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M. Nagaraju, M. Saleh, V. Porciatti; Postural Changes of IOP and Pattern ERG in DBA/2J Mice. Invest. Ophthalmol. Vis. Sci. 2007;48(13):211.
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Head-down position causes a substantial IOP increase in mice (Aihara et al., Curr Eye Res 2003). Our purpose is to characterize the effect of postural IOP changes on retinal ganglion cell function in the DBA/2J mouse model of glaucoma.
Three groups of DBA/2J mice (3 month old, n=7; 5 month old, n=7, 10 month old, n=7) were studied. Mice were anesthetized with 0.6 ml/Kg of a mixture of Ketamine (42.8 mg/ml), Xylazine (8.5 mg/ml) and Acepromazine (1.4 mg/ml) delivered I.P. IOP and the Pattern Electroretinogram (PERG) were sequentially measured at 0°, 60° head-down position, and 0°. IOP was measured with a Tonolab® rebound tonometer (Wan-Heng Wang et al., IOVS 2005). The PERG was recorded in response to high-contrast (95%), large-field (50 x 56 deg) horizontal gratings (0.05 cycles/deg spatial frequency) alternating at 1 Hz. All procedures were performed in compliance with the ARVO statement for use of animals in ophthalmic and vision research.
On average, 60º head-down induced significant, reversible IOP increases in all age groups (3 months: 13.3±0.4 to 17.8±1.1 mm Hg; 5 months: 14.6±1.2 to 20.0±1.8 mm Hg; 10 months: 20.0±1.3 to 26.2±1.3 mm Hg). Head-down position induced reductions of PERG amplitude in older (glaucomatous) mice but not in young (pre-glaucomatous) mice (3 months: 10.8±1.3 to 10.8 ±0.9 µV; 5 months: 8.7±0.9 to 4.5±0.5 µV; 10 months: 4.5±0.5 to 1.467±0.2 µV). IOP and PERG changes were negatively correlated (P<0.001) in 10 month old mice.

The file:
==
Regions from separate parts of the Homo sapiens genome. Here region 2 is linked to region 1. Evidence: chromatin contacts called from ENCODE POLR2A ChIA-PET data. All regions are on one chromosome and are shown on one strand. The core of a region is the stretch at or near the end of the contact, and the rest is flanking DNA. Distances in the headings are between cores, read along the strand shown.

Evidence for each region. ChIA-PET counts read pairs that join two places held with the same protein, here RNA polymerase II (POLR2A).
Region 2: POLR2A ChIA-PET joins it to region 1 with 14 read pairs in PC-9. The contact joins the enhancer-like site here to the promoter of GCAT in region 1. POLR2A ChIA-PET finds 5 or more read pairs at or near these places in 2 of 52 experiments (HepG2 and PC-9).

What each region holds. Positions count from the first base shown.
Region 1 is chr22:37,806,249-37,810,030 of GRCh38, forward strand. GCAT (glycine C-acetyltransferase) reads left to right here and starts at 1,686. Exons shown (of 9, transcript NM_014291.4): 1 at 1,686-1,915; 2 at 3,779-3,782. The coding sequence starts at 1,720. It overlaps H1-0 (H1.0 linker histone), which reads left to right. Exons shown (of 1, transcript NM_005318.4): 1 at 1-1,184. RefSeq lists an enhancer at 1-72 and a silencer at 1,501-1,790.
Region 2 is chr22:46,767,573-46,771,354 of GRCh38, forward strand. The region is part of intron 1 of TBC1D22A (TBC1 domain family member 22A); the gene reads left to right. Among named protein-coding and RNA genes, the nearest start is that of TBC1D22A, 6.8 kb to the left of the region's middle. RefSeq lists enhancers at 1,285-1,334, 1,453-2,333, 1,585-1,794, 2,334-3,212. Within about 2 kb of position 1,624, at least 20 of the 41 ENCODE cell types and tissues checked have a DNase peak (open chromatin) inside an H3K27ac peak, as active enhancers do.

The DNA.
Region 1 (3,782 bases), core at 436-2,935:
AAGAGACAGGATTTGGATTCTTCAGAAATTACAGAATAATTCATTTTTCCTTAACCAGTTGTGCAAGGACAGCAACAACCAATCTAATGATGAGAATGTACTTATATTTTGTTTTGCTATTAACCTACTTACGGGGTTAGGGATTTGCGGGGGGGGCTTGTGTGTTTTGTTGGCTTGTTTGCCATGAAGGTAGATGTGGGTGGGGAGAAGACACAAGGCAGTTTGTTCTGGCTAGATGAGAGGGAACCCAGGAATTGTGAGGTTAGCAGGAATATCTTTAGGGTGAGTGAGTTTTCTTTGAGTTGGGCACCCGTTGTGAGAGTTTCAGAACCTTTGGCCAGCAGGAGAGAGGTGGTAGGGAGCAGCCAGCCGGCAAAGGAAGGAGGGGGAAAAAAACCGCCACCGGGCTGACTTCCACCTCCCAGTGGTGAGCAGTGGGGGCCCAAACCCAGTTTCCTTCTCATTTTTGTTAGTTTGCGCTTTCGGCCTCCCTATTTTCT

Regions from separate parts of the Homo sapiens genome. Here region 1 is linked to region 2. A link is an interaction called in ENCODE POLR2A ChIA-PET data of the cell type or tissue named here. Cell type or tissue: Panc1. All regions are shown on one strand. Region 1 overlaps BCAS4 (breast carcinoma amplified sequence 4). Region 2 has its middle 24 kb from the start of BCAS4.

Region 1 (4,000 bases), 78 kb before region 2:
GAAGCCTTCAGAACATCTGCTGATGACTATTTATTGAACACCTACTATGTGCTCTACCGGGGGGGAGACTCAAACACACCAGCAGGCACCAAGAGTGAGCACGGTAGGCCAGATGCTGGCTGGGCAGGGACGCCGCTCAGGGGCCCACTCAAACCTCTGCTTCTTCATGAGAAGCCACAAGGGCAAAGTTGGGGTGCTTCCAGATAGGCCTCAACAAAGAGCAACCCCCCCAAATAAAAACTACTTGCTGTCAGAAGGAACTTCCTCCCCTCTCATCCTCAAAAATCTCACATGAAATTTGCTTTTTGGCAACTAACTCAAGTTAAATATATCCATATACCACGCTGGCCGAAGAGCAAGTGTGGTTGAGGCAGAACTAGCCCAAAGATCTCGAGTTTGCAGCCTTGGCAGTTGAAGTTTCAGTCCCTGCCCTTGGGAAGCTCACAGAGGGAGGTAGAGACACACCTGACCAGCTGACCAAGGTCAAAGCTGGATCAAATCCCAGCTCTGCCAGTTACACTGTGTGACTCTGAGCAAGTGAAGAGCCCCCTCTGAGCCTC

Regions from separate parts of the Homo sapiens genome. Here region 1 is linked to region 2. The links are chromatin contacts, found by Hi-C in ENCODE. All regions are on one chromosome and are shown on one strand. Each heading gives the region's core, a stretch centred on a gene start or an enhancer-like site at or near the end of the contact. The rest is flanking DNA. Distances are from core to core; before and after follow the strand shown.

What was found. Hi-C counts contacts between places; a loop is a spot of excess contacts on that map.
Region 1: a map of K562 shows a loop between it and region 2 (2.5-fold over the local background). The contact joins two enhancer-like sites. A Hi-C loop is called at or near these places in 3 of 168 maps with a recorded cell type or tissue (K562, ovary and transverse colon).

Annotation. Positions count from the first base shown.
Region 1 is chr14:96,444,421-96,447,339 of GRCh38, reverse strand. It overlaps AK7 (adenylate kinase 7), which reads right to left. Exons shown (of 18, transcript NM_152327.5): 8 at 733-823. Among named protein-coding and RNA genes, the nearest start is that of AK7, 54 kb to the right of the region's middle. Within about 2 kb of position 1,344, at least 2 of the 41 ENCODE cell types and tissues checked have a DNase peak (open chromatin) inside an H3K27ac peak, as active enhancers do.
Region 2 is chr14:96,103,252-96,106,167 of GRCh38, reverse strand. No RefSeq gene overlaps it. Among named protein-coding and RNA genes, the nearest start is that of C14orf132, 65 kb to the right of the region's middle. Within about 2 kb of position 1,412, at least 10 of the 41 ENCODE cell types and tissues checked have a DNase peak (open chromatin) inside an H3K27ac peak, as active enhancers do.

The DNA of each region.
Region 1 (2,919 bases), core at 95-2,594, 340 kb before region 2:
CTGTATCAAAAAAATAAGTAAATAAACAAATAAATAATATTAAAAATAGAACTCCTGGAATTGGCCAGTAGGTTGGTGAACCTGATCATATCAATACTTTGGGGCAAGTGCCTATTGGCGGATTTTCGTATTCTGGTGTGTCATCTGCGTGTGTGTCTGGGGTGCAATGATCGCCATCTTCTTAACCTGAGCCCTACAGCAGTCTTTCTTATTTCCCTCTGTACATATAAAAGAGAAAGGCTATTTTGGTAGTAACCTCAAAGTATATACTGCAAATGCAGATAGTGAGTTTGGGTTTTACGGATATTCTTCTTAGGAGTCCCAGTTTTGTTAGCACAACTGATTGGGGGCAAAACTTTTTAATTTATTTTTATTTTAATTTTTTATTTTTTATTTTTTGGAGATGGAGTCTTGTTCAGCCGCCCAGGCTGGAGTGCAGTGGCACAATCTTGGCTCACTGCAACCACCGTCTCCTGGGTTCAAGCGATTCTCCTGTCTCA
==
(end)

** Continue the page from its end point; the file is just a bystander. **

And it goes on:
Head-down (60º) position induces reversible IOP changes in DBA/2J mice. The impact of IOP elevation on RGC function is age-dependent. The amount of PERG reduction is more pronounced in older mice, in which the severity of disease is more advanced (Libby et al., Vis Neurosci 2005). The combined evaluation of postural changes of IOP and PERG may represent a powerful, non invasive tool to evaluate IOP-dependent retinal ganglion cell vulnerability in mouse models of glaucoma.
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